Posted by: Kimberly Howard, CFP®, CRPC®, ADPA® | February 19, 2013

Protect Your Identity from Online Scammers

To educate

As the trend in online shopping and Internet use increases, so does the risk of being victimized by the scams of cyber crooks.  Not only do we have more people using pc’s, but the growing phone technology is also making it easier for both thieves and consumers alike. According to the security firm McAfee in their 2012 Shopping Study, nearly a quarter (24%) of the people surveyed plan to use a mobile device, even knowing the increased threat of doing so.

Online banking using a Smartphone and downloading certain apps to shop may turn out to be a key that opens up your accounts to a thief. Compromised or malicious applications are being designed by scammers to fool you and may give them access to sensitive information, which they use to steal your identity and spend your money.

With so much personal information being transferred electronically, the opportunity is hard for thieves and scammers to resist. The crooks continue to educate themselves and so should the consumers. There are some practical ways to protect yourself. Here are the most insidious online scams and tips to avoid becoming a victim.

Social Media Websites – MySpace, Facebook, Twitter and other social media sites aren’t totally harmless or simply good places to meet friends. These social sites often become places where you may let your guard down to a crook’s devious deeds. The hook works like those sent to your email. A gotta’-have-it advertisement or contest entry appears as a post from a friend, but is actually from your friend’s hacked account. Click on the link and you’ll end up on the hacker’s fake site where you’ll be asked for personal information in order to enter a phony contest or get a rock bottom deal. Don’t do it! If you’re interested in a contest or special offer, visit the product website directly.

Smartphone Apps – One out of seven people own a smart phone, and it’s been estimated that there have been more than 25 billion app downloads since their introduction. The danger begins when a malicious application is downloaded to your phone that was designed to steal your information or even send out premium-rate text messages without your knowledge.

Online Merchants and Charities – While the vast majority of online stores and charities are legitimate, the few unscrupulous ones appear real and lure you in with great promotions or ways to help the less fortunate to steal your personal information. One thing to look for is the Veri-Sign logo; click on it to verify that the site is legitimate. Sites that use PayPal or another trusted online payment system are much safer than those that require your direct credit card information to make a payment.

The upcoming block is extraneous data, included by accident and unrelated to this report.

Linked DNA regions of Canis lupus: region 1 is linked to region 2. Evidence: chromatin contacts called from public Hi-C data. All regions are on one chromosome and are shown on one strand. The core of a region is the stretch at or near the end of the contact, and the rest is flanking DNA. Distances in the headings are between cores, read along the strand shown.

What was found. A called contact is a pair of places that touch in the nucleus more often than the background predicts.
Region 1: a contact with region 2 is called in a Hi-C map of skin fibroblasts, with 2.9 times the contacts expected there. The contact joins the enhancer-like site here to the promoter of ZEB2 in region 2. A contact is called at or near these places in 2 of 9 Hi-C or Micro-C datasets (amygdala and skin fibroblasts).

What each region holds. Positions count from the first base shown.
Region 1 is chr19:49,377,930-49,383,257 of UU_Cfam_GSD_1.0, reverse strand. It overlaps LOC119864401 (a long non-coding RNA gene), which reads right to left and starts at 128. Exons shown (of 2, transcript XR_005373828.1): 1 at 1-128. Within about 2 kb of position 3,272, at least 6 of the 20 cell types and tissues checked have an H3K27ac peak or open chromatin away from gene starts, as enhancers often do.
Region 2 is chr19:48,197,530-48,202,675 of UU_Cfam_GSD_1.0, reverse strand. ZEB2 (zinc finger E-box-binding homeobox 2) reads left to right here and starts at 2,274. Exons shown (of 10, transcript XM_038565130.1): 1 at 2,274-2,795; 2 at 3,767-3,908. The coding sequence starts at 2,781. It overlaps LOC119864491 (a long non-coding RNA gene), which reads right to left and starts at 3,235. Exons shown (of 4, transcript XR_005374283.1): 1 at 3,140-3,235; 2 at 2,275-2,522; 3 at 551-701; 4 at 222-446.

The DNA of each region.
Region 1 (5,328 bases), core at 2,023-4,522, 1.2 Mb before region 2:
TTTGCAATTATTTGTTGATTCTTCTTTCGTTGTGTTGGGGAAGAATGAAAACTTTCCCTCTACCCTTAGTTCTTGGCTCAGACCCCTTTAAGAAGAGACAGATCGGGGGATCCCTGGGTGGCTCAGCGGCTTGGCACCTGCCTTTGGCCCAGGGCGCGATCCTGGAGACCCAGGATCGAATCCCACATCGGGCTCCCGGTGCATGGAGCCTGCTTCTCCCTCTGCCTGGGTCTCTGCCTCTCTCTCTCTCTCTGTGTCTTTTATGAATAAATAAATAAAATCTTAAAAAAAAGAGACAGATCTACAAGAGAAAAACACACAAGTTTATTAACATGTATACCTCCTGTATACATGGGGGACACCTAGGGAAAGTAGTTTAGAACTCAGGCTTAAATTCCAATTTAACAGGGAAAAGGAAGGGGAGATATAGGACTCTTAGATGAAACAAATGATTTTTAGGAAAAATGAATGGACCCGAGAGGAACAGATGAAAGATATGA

Credit Card Questions – Perhaps the most successful scheme crooks use, involve credit cards. Recent warnings report fake phone calls made to consumers from someone claiming to be a worker for the credit card company. In this case, the criminal most likely has the account number, name and address but still needs the three-digit security code from the back of the card.

The scammer tells the victim that their card has been flagged for an unusual purchase and that they need to verify some information. He then asks whether they’ve made a purchase for a certain amount of money. When the victim says no, the scammer says they will credit the victim’s account for that fraudulent purchase. The scammer then verifies information with the victim, including their address and credit card number. Once they get the code, they can then use the victim’s credit card for identity theft.

General Tips
The most important thing you can do to protect yourself is make sure you become educated. Learn if you have the right kind of security software installed. If not, get it! If you already have security software installed, make sure you keep it updated and have the software running at all times. Never click on email links from any questionable source. Immediately report any fraudulent activity to local police, as well as to the involved parties – banks, credit card companies, merchants, etc.

Noreen Ruth is a regular contributor to http://www.wowcreditcards.com/ and numerous financial-related blogs and websites. She specializes in credit and debt-related issues and enjoys educating consumers about the latest rules and regulations, as well as ways to build, improve and maintain good credit. Follow her additional posts on the Wow Credit Cards Blog to stay up-to with the latest credit card news, reviews, inf

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